Real estate business confidence and expectations of profitability have dropped to a low level, reflecting widespread industry concerns across an array of indicators for the business, political and real estate environments.
Emerging Trends in Real Estate® Europe 2023 is the 20th annual survey by the Urban Land Institute (ULI) and PwC UK of European real estate sector leaders’ expectations for the year ahead.
Based on the views of around 900 real estate leaders from across Europe, the report found 91 percent concerned about inflation, closely followed by interest rate movements (89 percent) and European economic growth (88 percent). Political uncertainty at the global, regional and national levels is of high concern as well.
In five years’ time, only 13 percent see inflation being a problem, while interest rates (73 percent) and growth (76 percent) remain medium-term concerns. From a real estate business perspective, construction costs and availability of resources top the list, with 92 percent concerned about costs and 84 percent about resources in 2023. These issues are expected to remain for the long term with 76 percent and 73 percent seeing respective cost and resource problems for the next three to five years.
On the back of this uncertainty, 71 percent of real estate leaders believed Europe would move into recession before the end of 2022, negatively affecting development activity, availability of finance and investment volumes followed by occupancy, rents and values.
Germany, the UK and the Netherlands look unlikely to escape recession, while France seems more insulated, largely due to how it sources energy. Recession is likely before 2023 for 83 percent of respondents in Germany, 82 percent in the UK, 79 percent in the Netherlands and 68 percent in Spain. French (45 percent) respondents are more sanguine.
Confidence in the availability of debt and equity has not been this low since 2012 and 2009 respectively. Respondents believe capital coming into Europe from every part of the world is more likely to decrease than increase. Respondents are most negative about the prospects for debt (70 percent expect a decrease) and equity (63 percent expect a decrease) for development and debt for refinancing or new investment (64 percent expect a decrease).
Interviewee responses point to values dropping in 2023. The coming year could be a great buying opportunity for core and all-equity investors that are still under-allocated to real estate. The consensus is that distress is unlikely to reach anything like the proportions of the global financial crisis, but the rise in interest rates will nonetheless create stress, for example, related to the need to repair banking covenant breaches if values decline, significantly higher refinancing costs and the potential requirement to sell assets in response to redemption requests for listed open-end funds.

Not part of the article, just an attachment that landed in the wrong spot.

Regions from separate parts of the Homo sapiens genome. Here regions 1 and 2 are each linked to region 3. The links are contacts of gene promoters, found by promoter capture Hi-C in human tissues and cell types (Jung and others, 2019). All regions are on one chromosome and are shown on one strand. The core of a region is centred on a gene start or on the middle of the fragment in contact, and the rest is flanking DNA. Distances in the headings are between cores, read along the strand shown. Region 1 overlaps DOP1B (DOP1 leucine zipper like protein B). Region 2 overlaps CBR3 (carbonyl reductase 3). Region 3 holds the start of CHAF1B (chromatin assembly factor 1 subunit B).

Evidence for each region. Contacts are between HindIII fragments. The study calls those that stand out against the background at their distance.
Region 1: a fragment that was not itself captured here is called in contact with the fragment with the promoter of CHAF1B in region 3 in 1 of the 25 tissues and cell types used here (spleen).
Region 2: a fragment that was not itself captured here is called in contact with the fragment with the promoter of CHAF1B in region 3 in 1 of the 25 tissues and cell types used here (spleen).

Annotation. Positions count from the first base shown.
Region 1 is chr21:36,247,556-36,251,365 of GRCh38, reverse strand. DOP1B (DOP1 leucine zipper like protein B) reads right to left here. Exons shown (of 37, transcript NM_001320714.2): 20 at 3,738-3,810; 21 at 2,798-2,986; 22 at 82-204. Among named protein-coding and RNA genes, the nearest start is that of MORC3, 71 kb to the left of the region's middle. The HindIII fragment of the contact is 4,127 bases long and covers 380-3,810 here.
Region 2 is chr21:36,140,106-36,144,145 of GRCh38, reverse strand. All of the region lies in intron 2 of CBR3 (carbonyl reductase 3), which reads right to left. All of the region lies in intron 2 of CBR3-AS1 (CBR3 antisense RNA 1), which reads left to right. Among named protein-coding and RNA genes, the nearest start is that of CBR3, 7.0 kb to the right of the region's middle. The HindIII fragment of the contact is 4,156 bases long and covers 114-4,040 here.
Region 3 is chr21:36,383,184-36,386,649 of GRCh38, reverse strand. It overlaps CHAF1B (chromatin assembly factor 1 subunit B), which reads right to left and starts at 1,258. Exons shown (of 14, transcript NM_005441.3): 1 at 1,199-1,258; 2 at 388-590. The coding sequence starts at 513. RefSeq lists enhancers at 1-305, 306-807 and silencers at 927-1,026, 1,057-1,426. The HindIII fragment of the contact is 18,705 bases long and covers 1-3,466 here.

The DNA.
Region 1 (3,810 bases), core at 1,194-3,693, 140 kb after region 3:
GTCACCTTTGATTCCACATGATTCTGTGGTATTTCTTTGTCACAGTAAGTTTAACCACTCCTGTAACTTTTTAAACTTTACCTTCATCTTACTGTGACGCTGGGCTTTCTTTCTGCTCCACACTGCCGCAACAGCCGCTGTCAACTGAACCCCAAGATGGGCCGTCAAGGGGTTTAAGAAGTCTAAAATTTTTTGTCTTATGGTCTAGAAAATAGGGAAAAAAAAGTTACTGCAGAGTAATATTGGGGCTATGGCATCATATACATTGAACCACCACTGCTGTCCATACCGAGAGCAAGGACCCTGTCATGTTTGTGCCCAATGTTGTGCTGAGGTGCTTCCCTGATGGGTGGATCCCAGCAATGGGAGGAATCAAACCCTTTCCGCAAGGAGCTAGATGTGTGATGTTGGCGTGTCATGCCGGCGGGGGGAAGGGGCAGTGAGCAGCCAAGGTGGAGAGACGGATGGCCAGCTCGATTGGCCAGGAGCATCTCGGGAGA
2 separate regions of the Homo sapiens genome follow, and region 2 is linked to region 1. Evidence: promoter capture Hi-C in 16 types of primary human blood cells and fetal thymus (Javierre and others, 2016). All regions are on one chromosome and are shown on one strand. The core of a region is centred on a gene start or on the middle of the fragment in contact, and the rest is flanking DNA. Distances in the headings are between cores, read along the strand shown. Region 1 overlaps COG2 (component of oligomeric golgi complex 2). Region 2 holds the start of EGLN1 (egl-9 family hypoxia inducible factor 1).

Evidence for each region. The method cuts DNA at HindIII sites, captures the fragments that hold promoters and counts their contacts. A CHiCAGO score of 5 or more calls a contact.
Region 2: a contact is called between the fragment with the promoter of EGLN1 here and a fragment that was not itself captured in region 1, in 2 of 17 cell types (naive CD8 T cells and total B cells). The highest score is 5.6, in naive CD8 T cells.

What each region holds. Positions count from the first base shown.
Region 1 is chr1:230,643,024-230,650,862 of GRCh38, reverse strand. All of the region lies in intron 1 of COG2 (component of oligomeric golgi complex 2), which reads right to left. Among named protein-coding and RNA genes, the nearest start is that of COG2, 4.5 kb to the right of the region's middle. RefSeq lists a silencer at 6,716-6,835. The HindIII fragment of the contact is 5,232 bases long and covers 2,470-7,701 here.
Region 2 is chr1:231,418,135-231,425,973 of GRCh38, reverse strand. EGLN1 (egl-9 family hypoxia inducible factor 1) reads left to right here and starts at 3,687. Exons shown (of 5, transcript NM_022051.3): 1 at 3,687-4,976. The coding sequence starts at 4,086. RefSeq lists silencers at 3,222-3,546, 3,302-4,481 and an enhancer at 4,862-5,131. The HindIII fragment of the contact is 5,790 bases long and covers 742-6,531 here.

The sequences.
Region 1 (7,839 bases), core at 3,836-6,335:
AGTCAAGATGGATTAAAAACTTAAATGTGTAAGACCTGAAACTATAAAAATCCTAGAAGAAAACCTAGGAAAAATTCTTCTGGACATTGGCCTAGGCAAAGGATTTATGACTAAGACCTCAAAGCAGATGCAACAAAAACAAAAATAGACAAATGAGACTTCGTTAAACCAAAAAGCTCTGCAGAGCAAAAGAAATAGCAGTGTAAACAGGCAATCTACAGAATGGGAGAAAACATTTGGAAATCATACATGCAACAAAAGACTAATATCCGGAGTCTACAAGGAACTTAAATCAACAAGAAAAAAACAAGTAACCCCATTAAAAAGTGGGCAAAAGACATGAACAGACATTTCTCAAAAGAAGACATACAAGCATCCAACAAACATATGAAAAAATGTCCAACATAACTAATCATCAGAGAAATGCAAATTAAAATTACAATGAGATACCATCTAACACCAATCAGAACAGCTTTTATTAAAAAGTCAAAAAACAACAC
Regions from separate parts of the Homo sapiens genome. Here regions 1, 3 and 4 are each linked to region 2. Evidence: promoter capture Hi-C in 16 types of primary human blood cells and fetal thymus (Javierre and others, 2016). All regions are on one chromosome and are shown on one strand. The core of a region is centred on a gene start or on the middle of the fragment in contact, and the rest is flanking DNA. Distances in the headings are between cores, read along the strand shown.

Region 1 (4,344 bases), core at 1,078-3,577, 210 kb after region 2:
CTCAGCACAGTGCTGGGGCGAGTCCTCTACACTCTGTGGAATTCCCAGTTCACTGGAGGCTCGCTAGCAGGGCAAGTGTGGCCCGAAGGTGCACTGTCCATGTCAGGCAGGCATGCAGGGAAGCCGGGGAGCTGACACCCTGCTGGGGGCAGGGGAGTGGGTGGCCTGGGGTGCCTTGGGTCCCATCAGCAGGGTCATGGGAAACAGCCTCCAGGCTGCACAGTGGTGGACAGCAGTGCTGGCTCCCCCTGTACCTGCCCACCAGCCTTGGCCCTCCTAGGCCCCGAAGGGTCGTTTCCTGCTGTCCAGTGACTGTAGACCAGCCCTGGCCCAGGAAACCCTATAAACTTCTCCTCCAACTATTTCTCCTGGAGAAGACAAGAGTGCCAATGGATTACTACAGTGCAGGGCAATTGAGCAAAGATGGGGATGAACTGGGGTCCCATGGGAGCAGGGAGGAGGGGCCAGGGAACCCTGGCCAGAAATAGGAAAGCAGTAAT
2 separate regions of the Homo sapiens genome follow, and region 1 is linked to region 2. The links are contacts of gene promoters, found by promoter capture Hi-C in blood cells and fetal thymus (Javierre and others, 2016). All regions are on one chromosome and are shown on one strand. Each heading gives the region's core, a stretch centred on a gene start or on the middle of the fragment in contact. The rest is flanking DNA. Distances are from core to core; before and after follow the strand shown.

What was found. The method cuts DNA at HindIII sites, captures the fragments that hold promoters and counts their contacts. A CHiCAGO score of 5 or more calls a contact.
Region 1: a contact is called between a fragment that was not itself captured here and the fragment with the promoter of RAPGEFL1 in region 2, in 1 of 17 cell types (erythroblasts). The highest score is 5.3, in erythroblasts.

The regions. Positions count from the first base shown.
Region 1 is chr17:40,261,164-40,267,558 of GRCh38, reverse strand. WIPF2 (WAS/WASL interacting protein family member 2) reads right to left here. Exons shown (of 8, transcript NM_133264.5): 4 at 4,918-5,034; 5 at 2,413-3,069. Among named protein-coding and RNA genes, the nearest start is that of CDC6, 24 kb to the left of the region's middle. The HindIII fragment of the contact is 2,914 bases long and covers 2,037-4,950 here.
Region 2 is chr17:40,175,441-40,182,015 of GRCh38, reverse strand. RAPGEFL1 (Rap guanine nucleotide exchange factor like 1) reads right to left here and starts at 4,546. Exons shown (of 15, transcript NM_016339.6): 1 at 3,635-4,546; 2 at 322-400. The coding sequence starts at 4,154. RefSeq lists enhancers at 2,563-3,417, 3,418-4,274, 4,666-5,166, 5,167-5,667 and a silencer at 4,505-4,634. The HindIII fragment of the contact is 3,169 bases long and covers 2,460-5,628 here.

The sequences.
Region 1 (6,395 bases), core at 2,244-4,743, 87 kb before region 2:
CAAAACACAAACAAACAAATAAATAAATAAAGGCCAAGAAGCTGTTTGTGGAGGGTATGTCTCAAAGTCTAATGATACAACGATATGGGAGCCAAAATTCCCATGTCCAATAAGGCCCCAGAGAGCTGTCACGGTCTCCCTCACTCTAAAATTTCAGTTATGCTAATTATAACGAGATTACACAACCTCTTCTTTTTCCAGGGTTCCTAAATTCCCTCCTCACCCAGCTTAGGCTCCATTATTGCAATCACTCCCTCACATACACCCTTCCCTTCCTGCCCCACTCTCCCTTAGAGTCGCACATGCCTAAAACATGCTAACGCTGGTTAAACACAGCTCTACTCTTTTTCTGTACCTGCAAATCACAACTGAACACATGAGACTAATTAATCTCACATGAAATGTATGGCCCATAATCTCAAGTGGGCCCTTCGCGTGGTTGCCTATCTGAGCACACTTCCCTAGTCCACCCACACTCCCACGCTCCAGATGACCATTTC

The fact that distress is not quite as acute as during the global financial crisis might prompt banks to push for sales more quickly, encouraged by the Bank of England’s slotting regulation and Basel III European banking rules. Such sales could crystallise price falls.
From the development perspective, interviews indicate that projects slated for 2023 might be pushed back into 2024 or shelved entirely. This lack of new development is seen by some as a positive for existing assets and their owners.
According to Lisette van Doorn, ULI Europe CEO the market has shifted rapidly over the last few months with the outlook becoming more negative: “Since we conducted the survey and interviews over the summer, which already showed highlighted deep concerns, the industry has become even more worried. But there is still a lot of capital available to invest and mostly not in a hurry, waiting for the right opportunities to arise. For the industry to weather the storm, stock selection is key, in addition to a strong ESG focus, operational skillset and customer focus.”
Gareth Lewis, ETRE Leader, and Director at PwC, said: “Though the same cities remain in the top three, the overall investment and development prospects for all 30 cities have declined. London is first for the second successive year, followed by Paris and then Berlin, swapping places from last year. Cities that have risen in the rankings most significantly this year are Madrid, Lisbon and Copenhagen.
“New energy infrastructure tops the sector rankings for the second year, reflecting historically high energy prices and a longer-term trend in which investors rebalance holdings towards alternative assets. The life sciences sector comes second and data centres are third.
“Various forms of housing dominate the top 10, varying from retirement/senior living to social and affordable housing. Interestingly, there is also more concern about housing, with the increasing political uncertainty around the policy.”